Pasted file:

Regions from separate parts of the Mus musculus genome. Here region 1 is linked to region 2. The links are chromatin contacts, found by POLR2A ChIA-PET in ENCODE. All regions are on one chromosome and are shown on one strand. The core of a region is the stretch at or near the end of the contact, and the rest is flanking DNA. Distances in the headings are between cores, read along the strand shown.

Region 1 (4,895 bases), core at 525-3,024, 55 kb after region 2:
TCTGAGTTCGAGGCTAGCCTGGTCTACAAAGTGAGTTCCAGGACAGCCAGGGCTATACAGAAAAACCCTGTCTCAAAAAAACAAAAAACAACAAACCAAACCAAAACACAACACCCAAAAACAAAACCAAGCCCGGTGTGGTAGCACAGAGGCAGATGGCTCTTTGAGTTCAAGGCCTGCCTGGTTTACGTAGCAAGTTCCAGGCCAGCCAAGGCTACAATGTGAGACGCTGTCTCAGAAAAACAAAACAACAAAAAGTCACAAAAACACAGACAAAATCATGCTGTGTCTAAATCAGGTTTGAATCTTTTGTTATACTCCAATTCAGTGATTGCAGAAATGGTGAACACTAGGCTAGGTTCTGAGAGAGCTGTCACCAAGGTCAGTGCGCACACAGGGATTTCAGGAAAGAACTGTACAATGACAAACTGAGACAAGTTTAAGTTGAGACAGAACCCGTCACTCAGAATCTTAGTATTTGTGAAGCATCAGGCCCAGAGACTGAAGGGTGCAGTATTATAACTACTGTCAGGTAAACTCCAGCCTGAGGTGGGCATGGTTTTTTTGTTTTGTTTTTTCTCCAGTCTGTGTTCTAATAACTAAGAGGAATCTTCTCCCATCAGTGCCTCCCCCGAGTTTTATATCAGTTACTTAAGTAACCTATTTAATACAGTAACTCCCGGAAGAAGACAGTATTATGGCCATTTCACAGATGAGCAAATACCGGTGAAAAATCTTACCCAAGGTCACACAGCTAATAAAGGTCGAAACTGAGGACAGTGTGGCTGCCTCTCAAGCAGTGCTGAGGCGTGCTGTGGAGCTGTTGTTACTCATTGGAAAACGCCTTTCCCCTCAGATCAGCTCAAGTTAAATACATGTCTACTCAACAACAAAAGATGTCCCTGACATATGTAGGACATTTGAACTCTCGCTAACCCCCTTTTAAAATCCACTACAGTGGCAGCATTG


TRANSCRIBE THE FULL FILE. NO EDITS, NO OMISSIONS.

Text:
Regions from separate parts of the Mus musculus genome. Here region 1 is linked to region 2. The links are chromatin contacts, found by POLR2A ChIA-PET in ENCODE. All regions are on one chromosome and are shown on one strand. The core of a region is the stretch at or near the end of the contact, and the rest is flanking DNA. Distances in the headings are between cores, read along the strand shown.

Region 1 (4,895 bases), core at 525-3,024, 55 kb after region 2:
TCTGAGTTCGAGGCTAGCCTGGTCTACAAAGTGAGTTCCAGGACAGCCAGGGCTATACAGAAAAACCCTGTCTCAAAAAAACAAAAAACAACAAACCAAACCAAAACACAACACCCAAAAACAAAACCAAGCCCGGTGTGGTAGCACAGAGGCAGATGGCTCTTTGAGTTCAAGGCCTGCCTGGTTTACGTAGCAAGTTCCAGGCCAGCCAAGGCTACAATGTGAGACGCTGTCTCAGAAAAACAAAACAACAAAAAGTCACAAAAACACAGACAAAATCATGCTGTGTCTAAATCAGGTTTGAATCTTTTGTTATACTCCAATTCAGTGATTGCAGAAATGGTGAACACTAGGCTAGGTTCTGAGAGAGCTGTCACCAAGGTCAGTGCGCACACAGGGATTTCAGGAAAGAACTGTACAATGACAAACTGAGACAAGTTTAAGTTGAGACAGAACCCGTCACTCAGAATCTTAGTATTTGTGAAGCATCAGGCCCAGAGACTGAAGGGTGCAGTATTATAACTACTGTCAGGTAAACTCCAGCCTGAGGTGGGCATGGTTTTTTTGTTTTGTTTTTTCTCCAGTCTGTGTTCTAATAACTAAGAGGAATCTTCTCCCATCAGTGCCTCCCCCGAGTTTTATATCAGTTACTTAAGTAACCTATTTAATACAGTAACTCCCGGAAGAAGACAGTATTATGGCCATTTCACAGATGAGCAAATACCGGTGAAAAATCTTACCCAAGGTCACACAGCTAATAAAGGTCGAAACTGAGGACAGTGTGGCTGCCTCTCAAGCAGTGCTGAGGCGTGCTGTGGAGCTGTTGTTACTCATTGGAAAACGCCTTTCCCCTCAGATCAGCTCAAGTTAAATACATGTCTACTCAACAACAAAAGATGTCCCTGACATATGTAGGACATTTGAACTCTCGCTAACCCCCTTTTAAAATCCACTACAGTGGCAGCATTG